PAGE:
Fredy Bareiro celebrates a goal for Paraguay
Iraq's bid for gold in the Olympic football tournament has hit the
headlines but the success of their semi-final opponents also has a fairytale quality about it.
Paraguayan football is a force of nature. Paraguay is a poor country with primitive infrastructure and a population little over five million.
Their mere presence in Greece is extraordinary. South America has just two places in the Olympics and they are very highly prized.
Brazil are desperate to win the football gold medal, the only title they lack.
In January's qualifying tournament Brazil needed just a draw from their final game to book their place and they were already talking about room-sharing arrangements in Athens.
Paraguay rendered such talk redundant with a 1-0 victory.
Paraguay's ability to punch above their weight is rooted in their mental strength.
A country surrounded by some of the traditional powers of world
football, when they take the field, no matter who they face, they never show the slightest sign of an inferiority complex.
Paraguay have a collective warrior spirit which is envied - and frequently feared - all over the continent.
A story from the 1995 Copa America illustrates the mentality of the Paraguayan player.
South Korea's Lee Jung Youl feels the force of Cesar Ramirez's challenge
They turned up for training in Maldonado only to find the stadium closed. So they shut off the access road outside the ground and
used it to stage an improvised training session.
There is nothing pampered about the Paraguayans.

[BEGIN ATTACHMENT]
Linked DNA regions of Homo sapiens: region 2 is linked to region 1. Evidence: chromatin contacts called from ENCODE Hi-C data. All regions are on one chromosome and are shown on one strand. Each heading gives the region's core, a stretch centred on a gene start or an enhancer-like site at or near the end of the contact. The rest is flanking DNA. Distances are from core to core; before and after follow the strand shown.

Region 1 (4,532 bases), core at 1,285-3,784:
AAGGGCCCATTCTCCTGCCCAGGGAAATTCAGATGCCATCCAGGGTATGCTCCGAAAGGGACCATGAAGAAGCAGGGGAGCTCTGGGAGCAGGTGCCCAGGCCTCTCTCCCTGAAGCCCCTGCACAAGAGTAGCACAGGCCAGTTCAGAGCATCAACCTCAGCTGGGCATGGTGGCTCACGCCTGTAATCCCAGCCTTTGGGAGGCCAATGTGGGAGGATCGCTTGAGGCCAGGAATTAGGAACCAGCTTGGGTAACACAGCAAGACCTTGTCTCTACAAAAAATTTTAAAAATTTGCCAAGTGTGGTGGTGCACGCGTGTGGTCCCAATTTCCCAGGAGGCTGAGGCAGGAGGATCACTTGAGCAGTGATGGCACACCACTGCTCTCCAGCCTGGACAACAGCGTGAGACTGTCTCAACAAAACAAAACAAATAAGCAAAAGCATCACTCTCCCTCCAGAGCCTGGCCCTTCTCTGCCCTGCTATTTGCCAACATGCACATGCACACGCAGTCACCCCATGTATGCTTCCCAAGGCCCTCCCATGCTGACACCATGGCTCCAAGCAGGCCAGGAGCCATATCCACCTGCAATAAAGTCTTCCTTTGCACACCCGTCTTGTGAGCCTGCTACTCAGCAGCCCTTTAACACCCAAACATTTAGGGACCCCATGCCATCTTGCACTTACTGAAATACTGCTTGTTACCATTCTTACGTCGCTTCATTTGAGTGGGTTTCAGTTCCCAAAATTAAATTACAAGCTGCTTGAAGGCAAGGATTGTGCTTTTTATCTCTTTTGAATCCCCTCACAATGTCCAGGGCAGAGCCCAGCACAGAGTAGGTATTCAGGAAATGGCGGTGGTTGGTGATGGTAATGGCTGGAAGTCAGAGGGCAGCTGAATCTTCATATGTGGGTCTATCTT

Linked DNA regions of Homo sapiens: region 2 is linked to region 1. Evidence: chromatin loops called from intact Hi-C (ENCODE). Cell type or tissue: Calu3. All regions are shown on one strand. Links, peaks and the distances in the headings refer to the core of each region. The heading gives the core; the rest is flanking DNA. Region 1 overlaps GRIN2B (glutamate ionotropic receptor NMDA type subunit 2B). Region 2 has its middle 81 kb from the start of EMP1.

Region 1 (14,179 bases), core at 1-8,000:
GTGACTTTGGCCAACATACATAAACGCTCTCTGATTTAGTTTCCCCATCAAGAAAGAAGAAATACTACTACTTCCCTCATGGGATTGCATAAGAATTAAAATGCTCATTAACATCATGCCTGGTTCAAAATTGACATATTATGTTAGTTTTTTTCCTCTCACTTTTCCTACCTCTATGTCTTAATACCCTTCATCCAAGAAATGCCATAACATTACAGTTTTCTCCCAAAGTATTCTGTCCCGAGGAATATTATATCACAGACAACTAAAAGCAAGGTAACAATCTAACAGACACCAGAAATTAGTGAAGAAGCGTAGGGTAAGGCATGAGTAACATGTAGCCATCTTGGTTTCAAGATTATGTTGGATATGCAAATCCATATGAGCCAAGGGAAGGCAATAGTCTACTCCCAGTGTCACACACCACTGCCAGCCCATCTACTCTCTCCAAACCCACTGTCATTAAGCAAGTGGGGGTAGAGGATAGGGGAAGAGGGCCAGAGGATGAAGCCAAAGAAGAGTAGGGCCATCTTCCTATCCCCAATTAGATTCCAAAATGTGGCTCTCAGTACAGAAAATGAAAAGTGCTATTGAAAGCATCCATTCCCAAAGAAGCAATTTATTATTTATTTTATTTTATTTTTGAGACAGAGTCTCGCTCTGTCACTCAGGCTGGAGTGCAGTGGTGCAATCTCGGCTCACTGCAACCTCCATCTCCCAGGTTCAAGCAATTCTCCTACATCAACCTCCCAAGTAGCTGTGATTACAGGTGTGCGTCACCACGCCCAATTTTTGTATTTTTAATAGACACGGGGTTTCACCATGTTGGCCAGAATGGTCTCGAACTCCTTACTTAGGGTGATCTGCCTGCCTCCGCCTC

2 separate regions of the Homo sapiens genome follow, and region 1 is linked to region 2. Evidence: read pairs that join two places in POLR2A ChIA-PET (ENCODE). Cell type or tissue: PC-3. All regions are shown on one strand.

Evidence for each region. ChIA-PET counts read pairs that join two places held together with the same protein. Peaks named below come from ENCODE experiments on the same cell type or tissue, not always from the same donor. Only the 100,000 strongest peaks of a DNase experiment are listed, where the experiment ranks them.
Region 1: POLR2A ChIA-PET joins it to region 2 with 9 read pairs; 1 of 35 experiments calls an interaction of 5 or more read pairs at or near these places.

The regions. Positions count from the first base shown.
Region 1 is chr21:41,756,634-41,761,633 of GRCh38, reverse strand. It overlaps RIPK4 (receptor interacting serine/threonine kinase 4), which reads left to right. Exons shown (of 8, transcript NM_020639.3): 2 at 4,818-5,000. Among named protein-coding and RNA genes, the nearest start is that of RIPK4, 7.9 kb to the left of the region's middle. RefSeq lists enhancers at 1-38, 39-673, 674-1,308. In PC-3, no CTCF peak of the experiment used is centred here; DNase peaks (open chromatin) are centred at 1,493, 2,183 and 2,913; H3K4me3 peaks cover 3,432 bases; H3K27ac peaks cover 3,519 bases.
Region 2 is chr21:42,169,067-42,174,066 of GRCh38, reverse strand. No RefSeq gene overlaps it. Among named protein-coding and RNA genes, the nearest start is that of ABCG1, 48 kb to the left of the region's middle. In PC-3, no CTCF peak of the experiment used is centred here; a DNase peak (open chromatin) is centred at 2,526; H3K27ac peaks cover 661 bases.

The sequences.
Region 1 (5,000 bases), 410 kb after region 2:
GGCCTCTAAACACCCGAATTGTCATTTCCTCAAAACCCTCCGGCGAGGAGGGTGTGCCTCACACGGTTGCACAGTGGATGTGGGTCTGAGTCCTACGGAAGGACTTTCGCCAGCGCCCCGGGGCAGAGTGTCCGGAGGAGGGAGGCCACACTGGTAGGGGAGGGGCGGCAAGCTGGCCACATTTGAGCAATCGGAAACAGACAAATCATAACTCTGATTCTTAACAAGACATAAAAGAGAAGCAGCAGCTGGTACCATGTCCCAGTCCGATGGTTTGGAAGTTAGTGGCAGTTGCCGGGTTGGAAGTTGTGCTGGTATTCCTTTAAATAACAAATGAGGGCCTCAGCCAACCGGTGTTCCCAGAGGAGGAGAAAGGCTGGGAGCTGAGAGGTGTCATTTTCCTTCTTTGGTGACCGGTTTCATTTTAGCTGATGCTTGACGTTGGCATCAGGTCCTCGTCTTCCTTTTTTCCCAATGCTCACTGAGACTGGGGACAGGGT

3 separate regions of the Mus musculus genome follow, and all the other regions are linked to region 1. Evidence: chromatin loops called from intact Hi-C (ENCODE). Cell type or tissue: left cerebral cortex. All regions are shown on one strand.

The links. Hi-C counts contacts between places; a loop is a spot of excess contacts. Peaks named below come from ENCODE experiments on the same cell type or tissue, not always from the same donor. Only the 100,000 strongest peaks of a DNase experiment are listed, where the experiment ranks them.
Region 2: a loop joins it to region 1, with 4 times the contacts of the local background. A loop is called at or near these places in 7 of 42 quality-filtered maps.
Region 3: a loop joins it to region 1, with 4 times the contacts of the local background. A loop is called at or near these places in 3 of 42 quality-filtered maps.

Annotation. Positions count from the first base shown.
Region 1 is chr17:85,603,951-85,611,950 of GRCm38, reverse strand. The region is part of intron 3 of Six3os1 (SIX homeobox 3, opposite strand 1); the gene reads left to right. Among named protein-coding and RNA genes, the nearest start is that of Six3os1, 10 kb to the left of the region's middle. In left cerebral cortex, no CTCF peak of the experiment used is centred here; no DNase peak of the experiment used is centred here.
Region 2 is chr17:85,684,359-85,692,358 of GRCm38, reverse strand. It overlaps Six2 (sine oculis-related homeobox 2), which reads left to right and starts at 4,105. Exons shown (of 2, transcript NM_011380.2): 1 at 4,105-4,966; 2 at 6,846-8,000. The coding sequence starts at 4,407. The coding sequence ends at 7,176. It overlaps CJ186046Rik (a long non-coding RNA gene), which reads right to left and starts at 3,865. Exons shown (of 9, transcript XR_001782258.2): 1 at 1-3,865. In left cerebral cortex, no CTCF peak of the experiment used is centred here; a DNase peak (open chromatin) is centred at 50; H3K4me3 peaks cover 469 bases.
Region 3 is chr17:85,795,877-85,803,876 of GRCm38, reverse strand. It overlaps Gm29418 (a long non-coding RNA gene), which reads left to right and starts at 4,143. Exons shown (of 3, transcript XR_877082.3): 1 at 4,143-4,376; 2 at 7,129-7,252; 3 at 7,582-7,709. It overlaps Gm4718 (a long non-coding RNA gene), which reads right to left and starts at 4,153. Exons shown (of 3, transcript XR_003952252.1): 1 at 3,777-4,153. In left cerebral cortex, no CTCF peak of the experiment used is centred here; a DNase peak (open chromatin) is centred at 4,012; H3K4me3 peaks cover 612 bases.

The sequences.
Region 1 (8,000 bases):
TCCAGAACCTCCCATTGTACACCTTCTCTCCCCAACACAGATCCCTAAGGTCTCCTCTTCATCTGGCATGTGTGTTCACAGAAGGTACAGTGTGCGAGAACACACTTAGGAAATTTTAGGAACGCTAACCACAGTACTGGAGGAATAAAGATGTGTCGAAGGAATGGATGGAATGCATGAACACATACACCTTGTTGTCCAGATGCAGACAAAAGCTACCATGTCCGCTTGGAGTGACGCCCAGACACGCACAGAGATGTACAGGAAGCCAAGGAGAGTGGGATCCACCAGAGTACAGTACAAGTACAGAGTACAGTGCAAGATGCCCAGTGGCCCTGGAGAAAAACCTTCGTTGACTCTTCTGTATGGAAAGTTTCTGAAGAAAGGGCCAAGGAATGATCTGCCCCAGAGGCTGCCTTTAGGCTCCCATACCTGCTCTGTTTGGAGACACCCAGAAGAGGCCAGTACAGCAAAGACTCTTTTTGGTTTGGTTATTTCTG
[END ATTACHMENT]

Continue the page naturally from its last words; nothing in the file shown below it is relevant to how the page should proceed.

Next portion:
When it matters, they are seldom easily beaten, and increasingly they are adding attacking firepower to their traditional defensive resilience.
Absent from their Olympic squad are Roque Santa Cruz of Bayern Munich and Werder Bremen's rapidly emerging Nelson Haedo.
But even without these two excellent young strikers Paraguay have still managed nine goals in their four games on the way to Tuesday's semi-final.
Fredy Bareiro, nicknamed 'Zorro', has left his mark with vital goals in the last two games, and playmaker Osvaldo Diaz has the talent to establish himself as an important part of
Paraguay's senior side.
There are plenty of other interesting players in the Paraguay squad.
Midfielder Edgar Barreto is classy and combative, and strikes the ball wonderfully well, while his brother Diego is a cool and competent goalkeeper.
Both Ernesto Cristaldo and Aureliano Torres supply options down the left side of the field.
Paraguay are now within reach of an Olympic medal although it will not necessarily transform them into world-beaters; after all, Chile won bronze four years ago and went on to finish bottom of the table in South America's 2002 World Cup qualifiers.
But getting on the podium will give Paraguayan football a moment of glory it richly deserves - even if it comes at the expense of the inspirational Iraqis.